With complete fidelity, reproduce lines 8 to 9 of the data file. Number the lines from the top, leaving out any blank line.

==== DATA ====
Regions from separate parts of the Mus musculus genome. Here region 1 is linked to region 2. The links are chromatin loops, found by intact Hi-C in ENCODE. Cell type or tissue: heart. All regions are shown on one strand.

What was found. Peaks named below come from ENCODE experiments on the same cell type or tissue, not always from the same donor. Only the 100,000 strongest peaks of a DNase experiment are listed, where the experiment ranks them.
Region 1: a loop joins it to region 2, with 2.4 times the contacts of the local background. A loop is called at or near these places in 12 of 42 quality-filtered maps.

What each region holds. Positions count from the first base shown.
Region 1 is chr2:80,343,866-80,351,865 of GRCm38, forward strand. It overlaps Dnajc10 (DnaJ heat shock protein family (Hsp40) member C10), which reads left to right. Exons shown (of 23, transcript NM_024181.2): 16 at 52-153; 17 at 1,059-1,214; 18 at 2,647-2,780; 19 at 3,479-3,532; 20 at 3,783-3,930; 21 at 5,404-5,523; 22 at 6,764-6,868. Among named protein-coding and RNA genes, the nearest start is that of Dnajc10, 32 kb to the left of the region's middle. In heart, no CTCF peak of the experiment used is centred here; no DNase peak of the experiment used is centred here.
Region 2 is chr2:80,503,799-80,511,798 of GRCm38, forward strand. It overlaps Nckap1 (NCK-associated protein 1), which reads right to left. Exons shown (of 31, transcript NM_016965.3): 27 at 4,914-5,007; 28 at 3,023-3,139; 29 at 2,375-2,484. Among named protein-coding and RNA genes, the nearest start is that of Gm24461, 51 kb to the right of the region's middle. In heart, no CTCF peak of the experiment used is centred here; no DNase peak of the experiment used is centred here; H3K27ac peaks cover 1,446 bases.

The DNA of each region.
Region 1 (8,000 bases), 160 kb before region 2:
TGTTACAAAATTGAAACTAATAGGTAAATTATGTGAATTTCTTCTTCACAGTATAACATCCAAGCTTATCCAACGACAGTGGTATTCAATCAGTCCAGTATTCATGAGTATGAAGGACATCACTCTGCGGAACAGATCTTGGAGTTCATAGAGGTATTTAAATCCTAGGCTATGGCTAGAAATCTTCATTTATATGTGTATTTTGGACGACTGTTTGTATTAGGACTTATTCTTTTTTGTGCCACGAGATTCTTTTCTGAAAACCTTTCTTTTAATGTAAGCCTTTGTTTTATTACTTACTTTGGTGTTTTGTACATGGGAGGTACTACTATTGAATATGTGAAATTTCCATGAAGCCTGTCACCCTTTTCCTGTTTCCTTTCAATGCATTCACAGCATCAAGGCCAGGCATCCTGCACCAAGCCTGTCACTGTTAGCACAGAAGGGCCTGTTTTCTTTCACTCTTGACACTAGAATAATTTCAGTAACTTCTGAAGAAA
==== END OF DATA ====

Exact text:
Region 1 (8,000 bases), 160 kb before region 2:
TGTTACAAAATTGAAACTAATAGGTAAATTATGTGAATTTCTTCTTCACAGTATAACATCCAAGCTTATCCAACGACAGTGGTATTCAATCAGTCCAGTATTCATGAGTATGAAGGACATCACTCTGCGGAACAGATCTTGGAGTTCATAGAGGTATTTAAATCCTAGGCTATGGCTAGAAATCTTCATTTATATGTGTATTTTGGACGACTGTTTGTATTAGGACTTATTCTTTTTTGTGCCACGAGATTCTTTTCTGAAAACCTTTCTTTTAATGTAAGCCTTTGTTTTATTACTTACTTTGGTGTTTTGTACATGGGAGGTACTACTATTGAATATGTGAAATTTCCATGAAGCCTGTCACCCTTTTCCTGTTTCCTTTCAATGCATTCACAGCATCAAGGCCAGGCATCCTGCACCAAGCCTGTCACTGTTAGCACAGAAGGGCCTGTTTTCTTTCACTCTTGACACTAGAATAATTTCAGTAACTTCTGAAGAAA